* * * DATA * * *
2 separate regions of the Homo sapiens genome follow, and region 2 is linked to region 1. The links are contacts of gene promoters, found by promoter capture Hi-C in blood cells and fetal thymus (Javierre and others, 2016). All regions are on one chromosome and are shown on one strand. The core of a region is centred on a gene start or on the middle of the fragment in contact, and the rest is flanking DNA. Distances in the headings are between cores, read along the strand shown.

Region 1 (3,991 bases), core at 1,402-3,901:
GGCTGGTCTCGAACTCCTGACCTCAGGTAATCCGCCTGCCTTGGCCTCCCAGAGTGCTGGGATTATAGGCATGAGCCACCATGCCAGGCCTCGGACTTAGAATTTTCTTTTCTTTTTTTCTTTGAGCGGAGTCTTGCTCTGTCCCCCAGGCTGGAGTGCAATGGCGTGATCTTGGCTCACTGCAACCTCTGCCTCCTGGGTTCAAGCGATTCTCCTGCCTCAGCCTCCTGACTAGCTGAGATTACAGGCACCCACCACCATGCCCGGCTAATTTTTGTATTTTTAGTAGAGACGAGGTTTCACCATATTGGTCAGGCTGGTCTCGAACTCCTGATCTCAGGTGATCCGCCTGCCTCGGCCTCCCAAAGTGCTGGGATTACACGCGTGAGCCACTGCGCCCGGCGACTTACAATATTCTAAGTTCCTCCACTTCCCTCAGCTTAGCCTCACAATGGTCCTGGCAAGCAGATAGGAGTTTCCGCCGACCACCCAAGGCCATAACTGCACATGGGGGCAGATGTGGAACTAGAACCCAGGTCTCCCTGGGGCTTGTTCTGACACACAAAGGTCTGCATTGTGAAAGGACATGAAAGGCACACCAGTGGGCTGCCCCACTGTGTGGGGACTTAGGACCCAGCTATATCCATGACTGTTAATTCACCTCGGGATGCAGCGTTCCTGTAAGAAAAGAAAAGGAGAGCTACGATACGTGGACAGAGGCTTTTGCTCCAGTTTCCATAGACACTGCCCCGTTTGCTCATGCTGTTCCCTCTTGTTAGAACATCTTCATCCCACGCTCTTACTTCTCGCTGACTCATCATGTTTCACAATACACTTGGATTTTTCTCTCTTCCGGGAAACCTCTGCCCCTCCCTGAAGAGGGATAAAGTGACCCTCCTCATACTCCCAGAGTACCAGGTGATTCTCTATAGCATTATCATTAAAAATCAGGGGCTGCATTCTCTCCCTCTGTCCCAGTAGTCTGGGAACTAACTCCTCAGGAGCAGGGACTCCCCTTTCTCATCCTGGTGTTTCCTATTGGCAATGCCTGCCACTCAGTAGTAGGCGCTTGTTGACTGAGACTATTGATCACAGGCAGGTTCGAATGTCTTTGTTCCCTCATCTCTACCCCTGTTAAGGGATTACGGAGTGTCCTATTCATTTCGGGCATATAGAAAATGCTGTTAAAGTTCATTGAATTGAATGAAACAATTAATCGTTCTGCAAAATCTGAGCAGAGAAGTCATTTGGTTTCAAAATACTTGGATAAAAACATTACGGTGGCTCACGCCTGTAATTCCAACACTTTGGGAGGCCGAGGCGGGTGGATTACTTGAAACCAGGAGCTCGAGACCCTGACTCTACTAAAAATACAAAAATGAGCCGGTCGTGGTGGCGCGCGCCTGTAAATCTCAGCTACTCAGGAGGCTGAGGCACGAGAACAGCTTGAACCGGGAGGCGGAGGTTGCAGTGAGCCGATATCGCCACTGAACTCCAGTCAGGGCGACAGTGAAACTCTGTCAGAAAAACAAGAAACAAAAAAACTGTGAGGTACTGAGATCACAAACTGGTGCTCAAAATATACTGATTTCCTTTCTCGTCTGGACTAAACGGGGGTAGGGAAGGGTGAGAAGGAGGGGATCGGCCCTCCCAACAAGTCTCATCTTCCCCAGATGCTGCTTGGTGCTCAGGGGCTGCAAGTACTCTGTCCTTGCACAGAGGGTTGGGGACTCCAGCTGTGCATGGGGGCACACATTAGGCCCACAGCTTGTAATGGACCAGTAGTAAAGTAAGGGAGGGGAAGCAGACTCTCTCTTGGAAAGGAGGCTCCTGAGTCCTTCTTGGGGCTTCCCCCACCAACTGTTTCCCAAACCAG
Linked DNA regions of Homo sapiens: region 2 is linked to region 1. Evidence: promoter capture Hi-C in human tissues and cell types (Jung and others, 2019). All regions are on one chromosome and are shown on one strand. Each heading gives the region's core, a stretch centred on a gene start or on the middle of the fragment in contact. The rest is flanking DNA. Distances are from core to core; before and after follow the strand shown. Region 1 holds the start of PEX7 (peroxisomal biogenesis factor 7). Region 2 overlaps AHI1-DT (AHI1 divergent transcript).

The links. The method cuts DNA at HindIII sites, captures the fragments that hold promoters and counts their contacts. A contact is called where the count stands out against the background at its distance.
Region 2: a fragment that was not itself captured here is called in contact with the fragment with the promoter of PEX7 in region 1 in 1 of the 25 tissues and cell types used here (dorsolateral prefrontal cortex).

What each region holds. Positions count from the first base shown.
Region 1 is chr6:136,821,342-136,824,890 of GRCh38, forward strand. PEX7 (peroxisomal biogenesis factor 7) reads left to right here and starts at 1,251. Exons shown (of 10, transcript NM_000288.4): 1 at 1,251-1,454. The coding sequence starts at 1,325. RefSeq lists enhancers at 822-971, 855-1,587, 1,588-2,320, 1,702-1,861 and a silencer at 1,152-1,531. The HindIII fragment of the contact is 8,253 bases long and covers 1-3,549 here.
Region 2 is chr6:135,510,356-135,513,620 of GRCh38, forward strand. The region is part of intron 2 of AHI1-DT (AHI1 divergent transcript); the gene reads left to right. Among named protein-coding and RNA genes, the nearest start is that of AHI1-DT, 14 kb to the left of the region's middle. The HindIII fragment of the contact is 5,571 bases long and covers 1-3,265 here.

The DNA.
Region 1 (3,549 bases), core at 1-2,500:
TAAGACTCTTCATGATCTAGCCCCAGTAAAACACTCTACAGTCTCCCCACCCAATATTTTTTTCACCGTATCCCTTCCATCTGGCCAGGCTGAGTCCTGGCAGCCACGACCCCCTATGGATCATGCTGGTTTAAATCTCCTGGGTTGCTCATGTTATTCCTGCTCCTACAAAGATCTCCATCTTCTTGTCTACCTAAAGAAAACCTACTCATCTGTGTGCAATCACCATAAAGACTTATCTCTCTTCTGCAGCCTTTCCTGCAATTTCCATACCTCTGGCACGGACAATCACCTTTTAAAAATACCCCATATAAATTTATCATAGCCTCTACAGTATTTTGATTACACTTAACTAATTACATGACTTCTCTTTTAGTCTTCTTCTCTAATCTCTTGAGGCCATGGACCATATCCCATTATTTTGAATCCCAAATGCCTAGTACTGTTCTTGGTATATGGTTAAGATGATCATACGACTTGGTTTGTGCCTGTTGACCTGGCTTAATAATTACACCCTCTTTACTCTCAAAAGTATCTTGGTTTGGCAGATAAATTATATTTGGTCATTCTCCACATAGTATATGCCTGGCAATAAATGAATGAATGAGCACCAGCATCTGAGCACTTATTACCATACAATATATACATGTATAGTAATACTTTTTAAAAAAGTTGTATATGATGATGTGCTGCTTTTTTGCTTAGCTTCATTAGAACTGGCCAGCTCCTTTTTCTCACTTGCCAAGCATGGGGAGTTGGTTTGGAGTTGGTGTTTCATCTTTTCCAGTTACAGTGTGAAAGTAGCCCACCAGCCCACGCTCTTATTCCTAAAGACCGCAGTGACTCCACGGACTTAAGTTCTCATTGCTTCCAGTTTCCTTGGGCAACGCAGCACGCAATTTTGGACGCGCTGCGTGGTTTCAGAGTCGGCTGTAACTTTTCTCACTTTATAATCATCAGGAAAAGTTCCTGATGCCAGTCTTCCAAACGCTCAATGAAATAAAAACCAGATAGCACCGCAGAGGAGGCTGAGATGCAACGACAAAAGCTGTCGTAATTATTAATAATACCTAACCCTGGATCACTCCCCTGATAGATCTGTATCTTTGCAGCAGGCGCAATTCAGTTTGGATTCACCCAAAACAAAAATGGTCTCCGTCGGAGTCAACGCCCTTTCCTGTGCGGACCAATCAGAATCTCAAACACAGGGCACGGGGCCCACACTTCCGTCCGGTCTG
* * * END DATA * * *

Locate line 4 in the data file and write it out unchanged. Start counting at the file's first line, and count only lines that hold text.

Linked DNA regions of Homo sapiens: region 2 is linked to region 1. Evidence: promoter capture Hi-C in human tissues and cell types (Jung and others, 2019). All regions are on one chromosome and are shown on one strand. Each heading gives the region's core, a stretch centred on a gene start or on the middle of the fragment in contact. The rest is flanking DNA. Distances are from core to core; before and after follow the strand shown. Region 1 holds the start of PEX7 (peroxisomal biogenesis factor 7). Region 2 overlaps AHI1-DT (AHI1 divergent transcript).